Back in January I had an email from a customer about a broken blade. It took a month or so for our stars to align so I could get out and check out the blade and the mowing action, and once again, after discussion and some one-on-one guidance, the customer was satisfied that the mowing action was the problem.
I also announced that this particular blade had to win the “most broken” award. It was torn from the edge right back to the rib, and the rib had even been bent backwards. I was asked if it could be repaired. I said I’d give it a go, gratis, as an experiment.
On closer inspection at home, there was also a hairline crack running along the rib as well. I was left thinking that any standard weld along the tear would be very short-lived; even if the weld survived, the blade had clearly ‘let go’ along the rib too, and it would only be a matter of time before that became an issue.
I was also hesistant to weld out to the edge. The welding bead would almost certainly behave entirely differently to the blade (in peening, honing, and holding an edge). So I sat down and had a good long think about the best way to do it. I settled on a “cut’n’shut” – that is, removing some blade and joining it together again, but shorter.
I removed the steel from the blade section to the right of the tear, as shown in the top section of the picture above, with the intention of then sliding the tang section onto the top of the remaining blade, and welding the two rib sections together, and along the edge of the painted black part. This would reinforce the rib, while effectively making the crack under the rib a non-issue, and would also keep all the welding a good inch away from the cutting edge (meaning it wouldn’t interfere with the edge, and would also reduce the chance of annealing the steel on the edge).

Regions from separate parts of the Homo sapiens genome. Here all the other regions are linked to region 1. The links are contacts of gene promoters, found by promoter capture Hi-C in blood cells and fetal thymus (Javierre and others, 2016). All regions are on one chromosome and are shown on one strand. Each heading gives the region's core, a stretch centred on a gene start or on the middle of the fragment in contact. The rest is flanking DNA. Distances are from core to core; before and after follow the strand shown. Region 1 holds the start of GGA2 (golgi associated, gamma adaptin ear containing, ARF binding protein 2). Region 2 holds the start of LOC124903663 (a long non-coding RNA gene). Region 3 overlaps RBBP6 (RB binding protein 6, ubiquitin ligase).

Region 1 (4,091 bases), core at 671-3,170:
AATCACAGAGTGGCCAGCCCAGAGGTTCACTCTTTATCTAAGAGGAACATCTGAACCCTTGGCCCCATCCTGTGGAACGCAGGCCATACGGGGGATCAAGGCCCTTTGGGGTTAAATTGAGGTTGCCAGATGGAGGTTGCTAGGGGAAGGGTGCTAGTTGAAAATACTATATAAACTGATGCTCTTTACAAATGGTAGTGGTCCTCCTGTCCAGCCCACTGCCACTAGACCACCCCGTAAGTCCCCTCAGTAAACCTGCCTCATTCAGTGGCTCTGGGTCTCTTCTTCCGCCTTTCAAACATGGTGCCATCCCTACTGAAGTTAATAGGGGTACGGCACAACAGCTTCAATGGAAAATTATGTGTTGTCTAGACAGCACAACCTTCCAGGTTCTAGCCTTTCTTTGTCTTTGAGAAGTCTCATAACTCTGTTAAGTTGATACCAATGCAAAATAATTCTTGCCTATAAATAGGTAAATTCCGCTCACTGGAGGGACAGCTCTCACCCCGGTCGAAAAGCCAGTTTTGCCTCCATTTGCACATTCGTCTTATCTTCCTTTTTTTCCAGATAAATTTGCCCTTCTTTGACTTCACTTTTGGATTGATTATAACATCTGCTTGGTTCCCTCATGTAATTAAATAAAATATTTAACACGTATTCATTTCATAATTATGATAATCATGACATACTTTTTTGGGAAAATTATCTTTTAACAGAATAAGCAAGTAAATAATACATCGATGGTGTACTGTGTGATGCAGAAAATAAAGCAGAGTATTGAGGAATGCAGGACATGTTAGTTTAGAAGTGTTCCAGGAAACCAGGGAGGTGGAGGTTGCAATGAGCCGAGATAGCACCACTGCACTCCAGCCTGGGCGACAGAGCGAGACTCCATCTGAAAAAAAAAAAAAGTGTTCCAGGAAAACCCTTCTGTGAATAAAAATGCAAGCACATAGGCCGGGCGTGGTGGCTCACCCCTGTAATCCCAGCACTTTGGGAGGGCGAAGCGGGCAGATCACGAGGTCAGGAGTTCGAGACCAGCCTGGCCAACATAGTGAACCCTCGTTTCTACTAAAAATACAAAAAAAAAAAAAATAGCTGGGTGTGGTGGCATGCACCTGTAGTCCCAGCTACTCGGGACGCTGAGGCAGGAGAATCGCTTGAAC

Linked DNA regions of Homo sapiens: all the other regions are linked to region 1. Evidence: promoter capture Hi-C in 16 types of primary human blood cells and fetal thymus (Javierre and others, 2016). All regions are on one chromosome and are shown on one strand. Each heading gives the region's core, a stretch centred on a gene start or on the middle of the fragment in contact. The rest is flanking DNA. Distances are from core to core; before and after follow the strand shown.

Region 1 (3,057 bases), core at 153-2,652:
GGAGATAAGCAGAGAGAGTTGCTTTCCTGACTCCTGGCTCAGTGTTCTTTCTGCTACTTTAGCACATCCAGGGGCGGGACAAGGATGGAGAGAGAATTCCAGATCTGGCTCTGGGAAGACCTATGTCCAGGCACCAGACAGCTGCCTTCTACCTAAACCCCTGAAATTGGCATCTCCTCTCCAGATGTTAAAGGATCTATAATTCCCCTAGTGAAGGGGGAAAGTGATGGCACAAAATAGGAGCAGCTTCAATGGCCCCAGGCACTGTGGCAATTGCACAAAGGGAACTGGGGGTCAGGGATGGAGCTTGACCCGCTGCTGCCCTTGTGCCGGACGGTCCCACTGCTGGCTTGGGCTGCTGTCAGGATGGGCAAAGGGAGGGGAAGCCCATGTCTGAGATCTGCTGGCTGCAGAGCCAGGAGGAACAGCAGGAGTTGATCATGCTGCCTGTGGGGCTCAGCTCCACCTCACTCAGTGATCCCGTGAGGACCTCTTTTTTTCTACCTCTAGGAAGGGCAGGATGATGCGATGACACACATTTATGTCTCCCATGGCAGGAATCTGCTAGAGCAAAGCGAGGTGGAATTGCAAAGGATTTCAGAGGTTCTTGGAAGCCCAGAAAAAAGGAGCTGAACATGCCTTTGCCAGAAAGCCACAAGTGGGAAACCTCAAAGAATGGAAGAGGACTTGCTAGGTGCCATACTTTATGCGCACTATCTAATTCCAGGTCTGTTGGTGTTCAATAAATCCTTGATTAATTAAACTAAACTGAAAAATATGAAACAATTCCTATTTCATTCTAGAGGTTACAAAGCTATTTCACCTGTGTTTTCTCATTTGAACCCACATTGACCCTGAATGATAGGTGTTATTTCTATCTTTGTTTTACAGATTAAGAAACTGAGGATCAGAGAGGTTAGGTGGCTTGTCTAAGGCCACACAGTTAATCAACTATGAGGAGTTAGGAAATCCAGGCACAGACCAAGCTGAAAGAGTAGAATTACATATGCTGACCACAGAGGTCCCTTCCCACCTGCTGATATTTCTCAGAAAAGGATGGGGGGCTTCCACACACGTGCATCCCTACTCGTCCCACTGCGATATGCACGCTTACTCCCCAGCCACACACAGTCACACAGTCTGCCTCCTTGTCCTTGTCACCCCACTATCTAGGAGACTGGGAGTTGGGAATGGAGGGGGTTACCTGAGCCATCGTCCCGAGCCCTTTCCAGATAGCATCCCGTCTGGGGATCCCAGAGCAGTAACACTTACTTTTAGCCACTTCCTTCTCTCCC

I took the blade along to a mate who does little welding jobs like this for me, for whisky. Unfortunately we apparently spoke too much about Lagavulin and stills, and too little about the welding job, and my intentions weren’t communicated well. He must’ve assumed I’d been lazy and had only done half the job of preparing it; he cut away the bit that would’ve formed the lower overlap, and welded it so as to restore the blade as one thickness in its entirety. Which meant that the crack on the rib was still there, but he welded that up too. In short, he turned what I figured was a relatively straight forward ‘rough and ready’, but entirely practical, solution, into something requiring more of his skills. The shape and length of the blade was the same as I’d planned, but he’d achieved it without overlapping the steel.
The end result was pretty damn good, actually. The biggest issue – which I knew was going to happen with the cut’n’shut approach – was that the hafting angle was way out. I had to heat the tang and open it up (which also happened to be a pretty good test of the weld too, because the neck of the blade is incredibly strong – even with heat, it takes a lot of leverage to open the hafting angle).
Having done that, I cleaned up the edge, gave it a three-line peen, and honed it, then put it to the test.
I’m more than happy with the result, given that this is the most busted blade I’ve ever seen. It’s now only a 54cm blade rather than a 65cm blade, but hey, it still mows grass…